We spend a third of our lives at work and, in some cases, much more than that. For that reason, it's important to enjoy what we do and a part of that is getting along with the other people in the workplace.
While making friends with co-workers isn't always possible, there are things you can do to foster more trust at work, so tensions will be eased and tasks will be completed more efficiently.
Communication is the Key
Communication is important in making any relationship flourish and that goes for the workplace as well as for our personal lives. The latest trend in many workplace environments is the idea that we're creating teams together.
Many companies are taking advantage of company retreats to build unity among coworkers. Consider checking out different team building workshops to find the best one for you and your coworkers.
The concept of a team is that everyone is working together toward realizing the same goal. Open, effective communication helps to develop that team mentality and engenders greater feelings of trust. When you communicate openly and honestly with your co-workers, they're likely to do the same with you.
Accusations Can Derail Your Efforts
When something does go wrong in the workplace, it becomes easy to place the blame on a co-worker. Doing this sabotages your efforts at open communication and creates an atmosphere of mistrust that can lead to animosity.
Instead of looking for someone to blame, offer suggestions for correcting the problem. By taking the team forward and beyond the mistake, you're less likely to lose trust with your co-workers.
Take a Genuine Interest
Another way to build trust with your co-workers is by taking an interest in their duties. By showing that you care about their problems, possibly offering solutions, they'll feel more apt to be open with you in the future.
Similarly, praising them for their accomplishments or just offering a "job well done" can endear you to them. Another benefit here is that you may learn more about other aspects of the business and this may help in securing a promotion in the future.
Pull Your Weight
By being consistent in accomplishing your own tasks, you can prove to your co-workers that you can be trusted on a more professional level. They can do their own jobs without having to worry that you'll fail to meet your obligations.
Conversely, when you're the one causing everyone else to stay late or work extra shifts, this can lead to a toxic or hostile work environment. If you are experiencing problems. consider asking for additional training, so you can improve your own performance.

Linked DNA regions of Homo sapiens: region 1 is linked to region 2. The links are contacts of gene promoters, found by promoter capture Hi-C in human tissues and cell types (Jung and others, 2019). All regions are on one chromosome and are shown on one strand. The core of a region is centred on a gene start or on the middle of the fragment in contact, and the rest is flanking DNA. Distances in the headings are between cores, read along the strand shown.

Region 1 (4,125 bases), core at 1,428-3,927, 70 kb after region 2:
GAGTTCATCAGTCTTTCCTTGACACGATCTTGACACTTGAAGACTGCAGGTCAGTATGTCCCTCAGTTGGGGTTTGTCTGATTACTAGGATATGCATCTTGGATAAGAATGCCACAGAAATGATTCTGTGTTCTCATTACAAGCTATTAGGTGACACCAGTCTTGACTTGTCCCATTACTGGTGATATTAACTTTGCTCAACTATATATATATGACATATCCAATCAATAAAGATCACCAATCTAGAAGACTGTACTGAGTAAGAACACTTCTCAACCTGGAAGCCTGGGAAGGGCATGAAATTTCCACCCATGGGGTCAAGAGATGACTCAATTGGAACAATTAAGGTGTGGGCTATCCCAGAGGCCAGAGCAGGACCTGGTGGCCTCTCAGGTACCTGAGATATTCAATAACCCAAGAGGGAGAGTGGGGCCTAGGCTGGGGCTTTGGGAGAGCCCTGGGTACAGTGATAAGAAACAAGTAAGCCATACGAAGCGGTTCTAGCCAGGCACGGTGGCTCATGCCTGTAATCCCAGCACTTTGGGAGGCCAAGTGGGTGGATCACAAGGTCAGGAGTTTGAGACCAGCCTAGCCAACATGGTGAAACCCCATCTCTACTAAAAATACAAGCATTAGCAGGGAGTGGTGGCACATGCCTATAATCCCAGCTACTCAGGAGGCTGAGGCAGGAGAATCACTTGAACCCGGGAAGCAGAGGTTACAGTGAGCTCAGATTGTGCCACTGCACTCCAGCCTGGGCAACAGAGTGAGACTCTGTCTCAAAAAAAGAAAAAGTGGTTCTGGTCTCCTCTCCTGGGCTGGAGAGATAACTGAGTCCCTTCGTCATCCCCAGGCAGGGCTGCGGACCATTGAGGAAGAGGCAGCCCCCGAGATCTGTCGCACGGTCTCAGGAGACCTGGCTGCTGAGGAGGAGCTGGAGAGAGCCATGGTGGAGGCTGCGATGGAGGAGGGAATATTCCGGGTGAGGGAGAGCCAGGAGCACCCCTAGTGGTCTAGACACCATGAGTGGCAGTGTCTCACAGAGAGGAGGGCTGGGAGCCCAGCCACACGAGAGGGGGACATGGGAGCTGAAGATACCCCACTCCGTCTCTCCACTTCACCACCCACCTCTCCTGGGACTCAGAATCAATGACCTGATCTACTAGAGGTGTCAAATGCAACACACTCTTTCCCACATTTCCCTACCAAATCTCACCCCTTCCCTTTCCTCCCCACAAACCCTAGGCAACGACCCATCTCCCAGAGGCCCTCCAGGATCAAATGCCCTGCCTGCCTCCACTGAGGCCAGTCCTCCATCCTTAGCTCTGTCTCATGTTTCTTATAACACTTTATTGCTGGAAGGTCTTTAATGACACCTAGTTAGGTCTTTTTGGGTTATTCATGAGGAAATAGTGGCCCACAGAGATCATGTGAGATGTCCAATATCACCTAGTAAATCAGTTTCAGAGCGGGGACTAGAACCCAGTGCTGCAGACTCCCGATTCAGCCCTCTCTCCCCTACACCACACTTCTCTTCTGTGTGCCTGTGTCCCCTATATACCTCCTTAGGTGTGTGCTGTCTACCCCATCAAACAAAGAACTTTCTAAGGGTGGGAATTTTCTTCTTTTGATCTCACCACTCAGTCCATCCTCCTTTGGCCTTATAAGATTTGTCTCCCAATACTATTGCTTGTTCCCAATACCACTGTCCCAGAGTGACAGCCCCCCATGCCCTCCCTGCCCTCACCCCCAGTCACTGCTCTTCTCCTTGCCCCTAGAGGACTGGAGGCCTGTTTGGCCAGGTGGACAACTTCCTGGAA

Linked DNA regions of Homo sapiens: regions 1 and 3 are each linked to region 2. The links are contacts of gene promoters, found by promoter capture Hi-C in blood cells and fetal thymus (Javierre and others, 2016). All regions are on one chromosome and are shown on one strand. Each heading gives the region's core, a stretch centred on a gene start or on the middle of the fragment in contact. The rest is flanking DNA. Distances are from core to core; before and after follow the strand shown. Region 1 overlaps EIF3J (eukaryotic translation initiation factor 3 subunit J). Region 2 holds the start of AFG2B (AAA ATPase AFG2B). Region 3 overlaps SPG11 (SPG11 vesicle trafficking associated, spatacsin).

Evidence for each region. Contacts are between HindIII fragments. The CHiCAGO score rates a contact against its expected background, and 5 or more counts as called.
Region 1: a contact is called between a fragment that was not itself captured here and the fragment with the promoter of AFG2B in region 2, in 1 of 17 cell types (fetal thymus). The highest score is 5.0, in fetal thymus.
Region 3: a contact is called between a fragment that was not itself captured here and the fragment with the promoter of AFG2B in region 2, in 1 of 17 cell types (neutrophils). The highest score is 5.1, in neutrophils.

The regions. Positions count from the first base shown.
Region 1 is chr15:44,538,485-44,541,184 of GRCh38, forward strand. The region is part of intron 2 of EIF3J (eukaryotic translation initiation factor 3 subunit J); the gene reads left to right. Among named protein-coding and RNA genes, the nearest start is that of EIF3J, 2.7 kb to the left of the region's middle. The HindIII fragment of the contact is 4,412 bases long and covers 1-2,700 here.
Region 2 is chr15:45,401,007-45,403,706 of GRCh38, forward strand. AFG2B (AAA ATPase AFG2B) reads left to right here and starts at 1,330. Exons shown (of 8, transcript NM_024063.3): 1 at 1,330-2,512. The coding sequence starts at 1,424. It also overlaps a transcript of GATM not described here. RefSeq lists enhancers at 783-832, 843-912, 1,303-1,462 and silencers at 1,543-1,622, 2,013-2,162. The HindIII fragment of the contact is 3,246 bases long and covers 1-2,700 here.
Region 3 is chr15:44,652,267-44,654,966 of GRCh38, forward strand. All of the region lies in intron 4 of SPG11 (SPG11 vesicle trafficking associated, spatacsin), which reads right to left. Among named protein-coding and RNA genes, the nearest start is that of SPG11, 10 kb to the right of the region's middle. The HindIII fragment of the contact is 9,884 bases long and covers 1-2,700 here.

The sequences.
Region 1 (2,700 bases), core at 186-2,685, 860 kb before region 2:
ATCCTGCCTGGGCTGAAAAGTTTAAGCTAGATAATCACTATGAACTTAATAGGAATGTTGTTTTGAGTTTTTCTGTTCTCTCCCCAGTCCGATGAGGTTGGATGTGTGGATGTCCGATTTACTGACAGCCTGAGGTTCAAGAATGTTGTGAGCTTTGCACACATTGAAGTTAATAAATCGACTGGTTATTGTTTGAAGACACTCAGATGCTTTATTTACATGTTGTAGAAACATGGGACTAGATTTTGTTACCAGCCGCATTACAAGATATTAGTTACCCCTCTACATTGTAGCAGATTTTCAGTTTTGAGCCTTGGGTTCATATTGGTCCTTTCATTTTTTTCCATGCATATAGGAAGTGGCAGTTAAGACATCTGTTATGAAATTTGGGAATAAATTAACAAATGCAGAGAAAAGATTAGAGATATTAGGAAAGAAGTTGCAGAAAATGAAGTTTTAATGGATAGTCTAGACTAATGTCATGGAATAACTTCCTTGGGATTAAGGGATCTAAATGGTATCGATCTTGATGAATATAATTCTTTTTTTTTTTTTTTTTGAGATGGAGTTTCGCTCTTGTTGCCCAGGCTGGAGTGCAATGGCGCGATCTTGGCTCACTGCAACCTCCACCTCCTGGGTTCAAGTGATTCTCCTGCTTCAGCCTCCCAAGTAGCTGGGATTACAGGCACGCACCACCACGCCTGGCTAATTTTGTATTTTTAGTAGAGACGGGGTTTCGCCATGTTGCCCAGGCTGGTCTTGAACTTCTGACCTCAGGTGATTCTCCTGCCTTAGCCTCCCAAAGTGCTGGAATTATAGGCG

Earn Trust by Giving Trust
Aside from open communication, this may be the single best thing you can do to earn your co-worker's trust. It has never been easy to trust in another person and it becomes harder as we move away from person to person connections in favor of a digital society.
For that reason, showing someone you trust them will soften them up and let them feel safer in trusting you.
This means sharing what you know efficiently. By sharing your knowledge, your co-workers will come to respect you for having the answers, when they may be a little lost. Additionally, be just as honest when you don't have the answers.
There's no shame in admitting you don't know how to solve a particular problem. Perhaps another team member will have that solution and, since they have already seen you openly share your thoughts, they'll feel more confident in offering their information.
By building the confidence your co-workers have in you, you can also help them build up their own self-confidence.
Summing it up
Building trust is never easy, especially among people you barely know. It doesn't mean you have to share the intimate details about your personal life, either. It just means showing your co-workers that you're reliable, open to communication, and competent to function in your workplace.
Once they get to know you and see that you are trustworthy, relations will get smoother and there will be less suspicion and tension at work.
This article is a guest post by Lewis Robinson, a consultant and freelance writer specializing in streamlining business processes with business technology. He is the former founder and CEO of a small software company. You can reach him on his LinkedIn profile